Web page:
School of Nursing’s Bowers selected for nurse researcher hall of fame
Dr. Barbara J. Bowers of the UW–Madison School of Nursing is being recognized by the Sigma Theta Tau International Honors Society of Nursing for contributions to nursing science.
Bowers, associate dean for research and sponsored programs and Charlotte Jane and Ralph J. Rodefer chair, is one of 20 individuals from around the world inducted this year into Sigma’s Nurse Researcher Hall of Fame. She will be formally inducted at the Sigma International Nursing Research Congress in Melbourne, Australia, this July.
A preeminent scientist in geriatrics, Dr. Bowers is known nationally and internationally for her seminal contributions to the science and practice of nursing in the care of older adults, especially those living in long-term care or residential settings.
“Dr. Bowers has made a significant impact on the science of nursing, the study of gerontology, and the UW–Madison School of Nursing,” says Nursing School Dean Dr. Linda D. Scott. “Her vast body of work reflects her lifelong commitment to improving the lives of older adults and their caregivers, and she has inspired countless others to focus their careers not only on addressing the needs of the aging but also on changing the way society perceives older adults and the people who support them.”
With a research career that spans more than three decades, Bowers has completed more than 55 funded projects supported by both federal sources and foundations. Her total grant funding exceeds $20 million. Dr. Bowers has authored more than 100 peer-reviewed and databased papers, as well as 19 book chapters. She also founded and directs the Center for Aging Research and Education, which is housed within the School of Nursing and helps put aging research into action in communities throughout Wisconsin and beyond.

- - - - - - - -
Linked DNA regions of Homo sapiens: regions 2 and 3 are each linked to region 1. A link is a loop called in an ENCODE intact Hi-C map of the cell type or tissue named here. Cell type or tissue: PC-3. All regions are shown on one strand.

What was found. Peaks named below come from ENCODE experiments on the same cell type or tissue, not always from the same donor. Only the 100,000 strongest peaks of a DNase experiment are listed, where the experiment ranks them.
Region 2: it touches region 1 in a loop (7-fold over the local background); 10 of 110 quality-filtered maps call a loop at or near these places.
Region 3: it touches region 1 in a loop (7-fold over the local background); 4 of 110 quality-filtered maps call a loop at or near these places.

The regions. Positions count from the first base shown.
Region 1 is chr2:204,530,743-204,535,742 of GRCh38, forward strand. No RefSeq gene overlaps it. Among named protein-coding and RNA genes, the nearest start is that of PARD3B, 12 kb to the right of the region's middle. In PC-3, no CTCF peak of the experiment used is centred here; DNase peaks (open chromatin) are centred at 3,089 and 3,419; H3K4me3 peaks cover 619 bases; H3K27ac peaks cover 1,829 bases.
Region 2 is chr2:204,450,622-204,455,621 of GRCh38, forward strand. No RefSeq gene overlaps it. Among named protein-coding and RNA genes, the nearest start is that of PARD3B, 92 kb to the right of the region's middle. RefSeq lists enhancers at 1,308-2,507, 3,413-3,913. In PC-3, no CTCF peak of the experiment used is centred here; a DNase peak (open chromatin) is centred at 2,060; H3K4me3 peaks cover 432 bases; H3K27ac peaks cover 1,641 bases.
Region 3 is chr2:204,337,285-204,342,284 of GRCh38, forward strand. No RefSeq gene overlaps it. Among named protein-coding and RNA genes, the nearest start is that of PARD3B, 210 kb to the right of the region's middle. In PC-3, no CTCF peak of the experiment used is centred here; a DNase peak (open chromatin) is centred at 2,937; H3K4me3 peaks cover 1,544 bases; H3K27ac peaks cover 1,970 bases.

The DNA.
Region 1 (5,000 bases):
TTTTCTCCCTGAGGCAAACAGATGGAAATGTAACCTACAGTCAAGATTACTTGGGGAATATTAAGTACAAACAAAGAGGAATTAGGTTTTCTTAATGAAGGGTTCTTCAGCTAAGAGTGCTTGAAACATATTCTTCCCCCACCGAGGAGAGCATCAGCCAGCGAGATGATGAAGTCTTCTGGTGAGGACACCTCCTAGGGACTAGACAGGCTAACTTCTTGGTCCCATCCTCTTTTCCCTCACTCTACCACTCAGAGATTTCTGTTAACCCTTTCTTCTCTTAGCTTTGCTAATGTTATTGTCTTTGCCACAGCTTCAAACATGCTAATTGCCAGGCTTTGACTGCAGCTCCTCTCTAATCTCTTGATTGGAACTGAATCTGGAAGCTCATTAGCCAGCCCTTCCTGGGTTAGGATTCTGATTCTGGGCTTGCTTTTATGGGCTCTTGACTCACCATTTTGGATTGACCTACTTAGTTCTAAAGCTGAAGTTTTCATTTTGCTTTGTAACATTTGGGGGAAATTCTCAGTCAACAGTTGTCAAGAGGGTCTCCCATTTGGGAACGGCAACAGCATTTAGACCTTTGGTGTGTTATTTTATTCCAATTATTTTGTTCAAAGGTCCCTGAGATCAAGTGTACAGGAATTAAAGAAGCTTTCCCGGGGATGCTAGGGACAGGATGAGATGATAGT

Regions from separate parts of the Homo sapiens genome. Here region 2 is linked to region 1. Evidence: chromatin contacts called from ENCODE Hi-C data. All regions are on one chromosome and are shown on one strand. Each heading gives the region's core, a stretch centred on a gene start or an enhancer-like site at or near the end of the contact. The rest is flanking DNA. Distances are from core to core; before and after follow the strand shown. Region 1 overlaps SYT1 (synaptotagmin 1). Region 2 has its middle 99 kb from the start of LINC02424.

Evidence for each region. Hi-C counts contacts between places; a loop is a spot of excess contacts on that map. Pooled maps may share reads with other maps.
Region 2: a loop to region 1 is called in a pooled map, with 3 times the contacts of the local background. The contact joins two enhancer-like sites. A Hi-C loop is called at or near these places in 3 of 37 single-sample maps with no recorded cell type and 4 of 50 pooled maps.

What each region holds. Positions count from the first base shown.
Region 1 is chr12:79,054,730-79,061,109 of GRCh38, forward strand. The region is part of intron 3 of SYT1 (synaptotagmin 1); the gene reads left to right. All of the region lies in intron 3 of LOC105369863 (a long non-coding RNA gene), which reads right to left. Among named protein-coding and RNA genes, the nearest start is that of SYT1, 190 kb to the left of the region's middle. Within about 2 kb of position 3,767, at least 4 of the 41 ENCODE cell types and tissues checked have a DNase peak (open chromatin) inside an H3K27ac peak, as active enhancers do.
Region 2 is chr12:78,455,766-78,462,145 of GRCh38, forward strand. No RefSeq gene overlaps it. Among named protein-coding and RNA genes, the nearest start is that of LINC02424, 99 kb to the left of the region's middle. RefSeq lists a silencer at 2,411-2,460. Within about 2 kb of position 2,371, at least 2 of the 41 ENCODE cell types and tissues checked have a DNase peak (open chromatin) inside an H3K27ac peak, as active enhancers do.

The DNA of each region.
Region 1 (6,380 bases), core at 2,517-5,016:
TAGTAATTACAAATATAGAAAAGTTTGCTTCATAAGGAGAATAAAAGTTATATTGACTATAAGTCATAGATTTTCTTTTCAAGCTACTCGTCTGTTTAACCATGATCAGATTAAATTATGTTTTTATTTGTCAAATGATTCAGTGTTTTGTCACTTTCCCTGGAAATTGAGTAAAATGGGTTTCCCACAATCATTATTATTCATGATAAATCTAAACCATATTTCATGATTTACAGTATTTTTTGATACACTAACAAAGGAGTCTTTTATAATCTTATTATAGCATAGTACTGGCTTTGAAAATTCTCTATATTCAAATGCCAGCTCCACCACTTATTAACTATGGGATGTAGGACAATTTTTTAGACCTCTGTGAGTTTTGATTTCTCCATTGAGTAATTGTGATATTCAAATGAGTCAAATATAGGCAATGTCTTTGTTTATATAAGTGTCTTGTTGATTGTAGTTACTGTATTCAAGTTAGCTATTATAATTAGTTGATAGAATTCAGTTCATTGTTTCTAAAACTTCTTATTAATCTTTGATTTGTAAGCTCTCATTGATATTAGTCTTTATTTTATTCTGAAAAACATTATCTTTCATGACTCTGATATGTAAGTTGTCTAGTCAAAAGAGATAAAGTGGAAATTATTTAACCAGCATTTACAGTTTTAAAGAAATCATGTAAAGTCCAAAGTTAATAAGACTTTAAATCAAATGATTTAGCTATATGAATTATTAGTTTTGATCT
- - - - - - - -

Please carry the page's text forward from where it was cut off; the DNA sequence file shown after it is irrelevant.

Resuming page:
Bowers is renowned for her influence on gerontological science, healthcare policy, and research methodology. A leader on campus as well, she is the current director of education and community partnerships for the UW–Madison Institute for Clinical and Translational Research.
“I am truly humbled by this recognition,” Bowers says. “My interest in older adults and their caregivers has been driven by a recognition of the challenges they face and a belief that we can sustain quality of life regardless of age or disability. My research has focused on finding ways to support older people and the people who care for them. This work is fundamental to what we, as nurses, do. I have always believed in the power of nursing science to advance care and improve the quality of life.”
Created in 2010, the International Nurse Researcher Hall of Fame recognizes nurse researchers who have achieved significant recognition and whose research has improved the profession and the people it serves.